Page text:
cur-mud-geon: anyone who hates hypocrisy and pretense and has the temerity to say so; anyone with the habit of pointing out unpleasant facts in an engaging and humorous manner
Following up on the blog I wrote last week based on the Pew Center on the States' press release, there is further information to consider.
The finance directors of two of the other "top ten" states (remember that Wisconsin made that list), so far as likely future financial problems, California and Michigan, have discussed the future as they see it today. Both states closed their budget gaps using one-time federal "stimulus" monies, and will be hard-pressed to find the money necessary in the future without such federal doles.
Wisconsin has used similar monies to "balance" its budget, along with the now typical budget gimmicks (structural deficits) that defer costs into the future. The futures of California and Michigan, according to those states' finance directors, appear somewhere between very bleak and impossible. That is the case, from their perspectives, even after whatever will pass for "economic recovery" has finally arrived.
What does this mean for Wisconsin? It probably means that taxes will be increased almost no matter who wins office, except that taxes would almost certainly be used more by a "Governor" Barrett than by a "Governor" Walker (presuming that Mark Neumann is all but out based on polling).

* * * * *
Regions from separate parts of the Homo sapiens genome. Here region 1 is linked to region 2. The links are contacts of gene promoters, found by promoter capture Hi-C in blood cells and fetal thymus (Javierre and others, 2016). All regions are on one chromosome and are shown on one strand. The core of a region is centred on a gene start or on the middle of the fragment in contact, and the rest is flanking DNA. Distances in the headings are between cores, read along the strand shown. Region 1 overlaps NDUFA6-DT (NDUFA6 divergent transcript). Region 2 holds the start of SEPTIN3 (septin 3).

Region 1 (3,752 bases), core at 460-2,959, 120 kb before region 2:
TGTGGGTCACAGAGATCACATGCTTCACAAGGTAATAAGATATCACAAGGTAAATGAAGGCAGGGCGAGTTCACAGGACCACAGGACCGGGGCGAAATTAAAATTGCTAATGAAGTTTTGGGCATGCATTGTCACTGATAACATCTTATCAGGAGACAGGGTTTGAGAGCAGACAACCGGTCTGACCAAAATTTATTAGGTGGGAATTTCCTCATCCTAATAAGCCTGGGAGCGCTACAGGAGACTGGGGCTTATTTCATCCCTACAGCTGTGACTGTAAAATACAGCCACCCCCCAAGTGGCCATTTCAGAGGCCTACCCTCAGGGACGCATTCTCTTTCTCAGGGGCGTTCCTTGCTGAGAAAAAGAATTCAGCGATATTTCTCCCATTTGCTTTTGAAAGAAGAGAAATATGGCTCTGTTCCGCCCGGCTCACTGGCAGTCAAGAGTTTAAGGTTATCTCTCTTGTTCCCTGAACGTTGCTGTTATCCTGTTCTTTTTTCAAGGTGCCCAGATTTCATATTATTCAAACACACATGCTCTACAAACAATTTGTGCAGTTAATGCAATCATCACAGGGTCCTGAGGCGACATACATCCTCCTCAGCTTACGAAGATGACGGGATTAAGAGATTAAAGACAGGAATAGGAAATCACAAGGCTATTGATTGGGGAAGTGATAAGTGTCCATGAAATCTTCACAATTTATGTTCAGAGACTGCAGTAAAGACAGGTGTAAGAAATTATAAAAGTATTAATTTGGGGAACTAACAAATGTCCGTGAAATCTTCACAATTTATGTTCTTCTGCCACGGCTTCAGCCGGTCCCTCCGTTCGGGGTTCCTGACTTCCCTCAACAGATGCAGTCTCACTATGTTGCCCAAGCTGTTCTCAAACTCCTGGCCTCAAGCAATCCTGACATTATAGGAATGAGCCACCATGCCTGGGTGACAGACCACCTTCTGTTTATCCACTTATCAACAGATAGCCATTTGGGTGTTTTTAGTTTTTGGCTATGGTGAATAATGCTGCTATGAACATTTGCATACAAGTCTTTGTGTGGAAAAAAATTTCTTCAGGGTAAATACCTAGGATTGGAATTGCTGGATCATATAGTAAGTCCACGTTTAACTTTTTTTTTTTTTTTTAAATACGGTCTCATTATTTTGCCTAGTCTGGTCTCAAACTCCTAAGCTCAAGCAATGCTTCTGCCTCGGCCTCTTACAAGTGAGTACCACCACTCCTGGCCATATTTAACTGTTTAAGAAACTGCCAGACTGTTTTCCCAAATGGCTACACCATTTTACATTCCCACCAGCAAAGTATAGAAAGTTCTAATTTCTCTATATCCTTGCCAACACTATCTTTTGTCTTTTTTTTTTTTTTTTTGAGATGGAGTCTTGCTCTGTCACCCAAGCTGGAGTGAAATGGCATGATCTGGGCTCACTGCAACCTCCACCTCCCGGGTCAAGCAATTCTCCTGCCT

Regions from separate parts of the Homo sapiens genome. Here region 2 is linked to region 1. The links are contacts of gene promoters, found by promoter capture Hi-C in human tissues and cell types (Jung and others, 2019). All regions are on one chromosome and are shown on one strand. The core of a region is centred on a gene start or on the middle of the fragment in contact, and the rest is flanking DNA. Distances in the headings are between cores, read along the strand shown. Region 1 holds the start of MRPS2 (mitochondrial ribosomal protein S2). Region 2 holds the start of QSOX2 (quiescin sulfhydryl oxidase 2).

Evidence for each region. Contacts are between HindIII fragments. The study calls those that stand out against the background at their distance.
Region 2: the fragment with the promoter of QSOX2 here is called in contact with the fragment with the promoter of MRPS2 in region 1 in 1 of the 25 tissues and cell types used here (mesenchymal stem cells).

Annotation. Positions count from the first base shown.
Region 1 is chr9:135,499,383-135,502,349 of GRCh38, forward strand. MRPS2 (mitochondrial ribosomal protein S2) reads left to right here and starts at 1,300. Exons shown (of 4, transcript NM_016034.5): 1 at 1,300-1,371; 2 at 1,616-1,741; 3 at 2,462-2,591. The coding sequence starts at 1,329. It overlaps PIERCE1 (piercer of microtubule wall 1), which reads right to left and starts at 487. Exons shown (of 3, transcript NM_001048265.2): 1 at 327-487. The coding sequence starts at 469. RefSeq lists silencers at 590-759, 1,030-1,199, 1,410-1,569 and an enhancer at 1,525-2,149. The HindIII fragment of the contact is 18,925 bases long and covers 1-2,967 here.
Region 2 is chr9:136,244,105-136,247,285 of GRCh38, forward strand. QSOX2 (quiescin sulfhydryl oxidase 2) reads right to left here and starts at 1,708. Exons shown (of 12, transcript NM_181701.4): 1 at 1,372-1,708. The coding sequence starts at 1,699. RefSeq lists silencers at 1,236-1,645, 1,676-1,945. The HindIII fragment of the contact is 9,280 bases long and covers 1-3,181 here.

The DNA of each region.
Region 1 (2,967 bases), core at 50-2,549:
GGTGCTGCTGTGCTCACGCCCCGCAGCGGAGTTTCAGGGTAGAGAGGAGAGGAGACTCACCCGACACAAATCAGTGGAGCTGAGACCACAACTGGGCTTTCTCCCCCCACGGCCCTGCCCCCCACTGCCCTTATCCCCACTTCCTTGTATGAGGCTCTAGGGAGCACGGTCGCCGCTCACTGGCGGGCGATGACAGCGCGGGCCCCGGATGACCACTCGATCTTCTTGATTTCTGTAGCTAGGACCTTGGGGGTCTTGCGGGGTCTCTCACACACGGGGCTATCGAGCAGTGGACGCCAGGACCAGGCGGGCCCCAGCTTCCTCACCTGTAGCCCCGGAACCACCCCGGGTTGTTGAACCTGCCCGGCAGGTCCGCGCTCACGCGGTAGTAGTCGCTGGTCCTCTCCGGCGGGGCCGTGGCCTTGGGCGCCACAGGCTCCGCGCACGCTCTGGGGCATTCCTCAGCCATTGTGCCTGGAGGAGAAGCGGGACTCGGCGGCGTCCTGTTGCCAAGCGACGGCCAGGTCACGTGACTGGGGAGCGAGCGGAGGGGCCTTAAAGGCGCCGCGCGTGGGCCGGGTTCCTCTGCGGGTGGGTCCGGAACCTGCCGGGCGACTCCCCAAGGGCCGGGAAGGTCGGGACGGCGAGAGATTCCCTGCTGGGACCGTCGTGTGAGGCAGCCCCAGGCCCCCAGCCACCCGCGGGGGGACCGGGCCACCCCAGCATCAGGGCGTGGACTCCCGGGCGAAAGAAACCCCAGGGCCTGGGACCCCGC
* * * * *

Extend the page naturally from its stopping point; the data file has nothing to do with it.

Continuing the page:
Our schools will suffer more and more; the two-thirds state share of local school district budgets, that has already eroded, will dissipate more rapidly. Communities will suffer as their shared revenue numbers continue to shrink. Not only will state taxes likely be increased, local taxes will go up. The finance directors included local community bankruptcies as a very real possibility in both California and Michigan. Will Wisconsin be far behind?
Medicaid costs dumped on states by the federal government have escalated over the past several years, and that will continue as the federal budget takes ever-increasing hits on tax collections. Add to that the cost impact of such costly programs as national health care and cap and tax programs, and the states look to be getting real short shrift in the future.
Germantown has had problems getting to a balanced budget for 2010, and the storm hasn't really begun to hit yet. How will trustees handle the future demands? How will school board members deal with this new reality? How will the county supervisors deal with these issues? How will the representatives and senators in Madison handle the coming problems?
There is a price to be paid for the foolhardy manner in which our state government's finances have been handled and we will see that piper demanding payment before too long.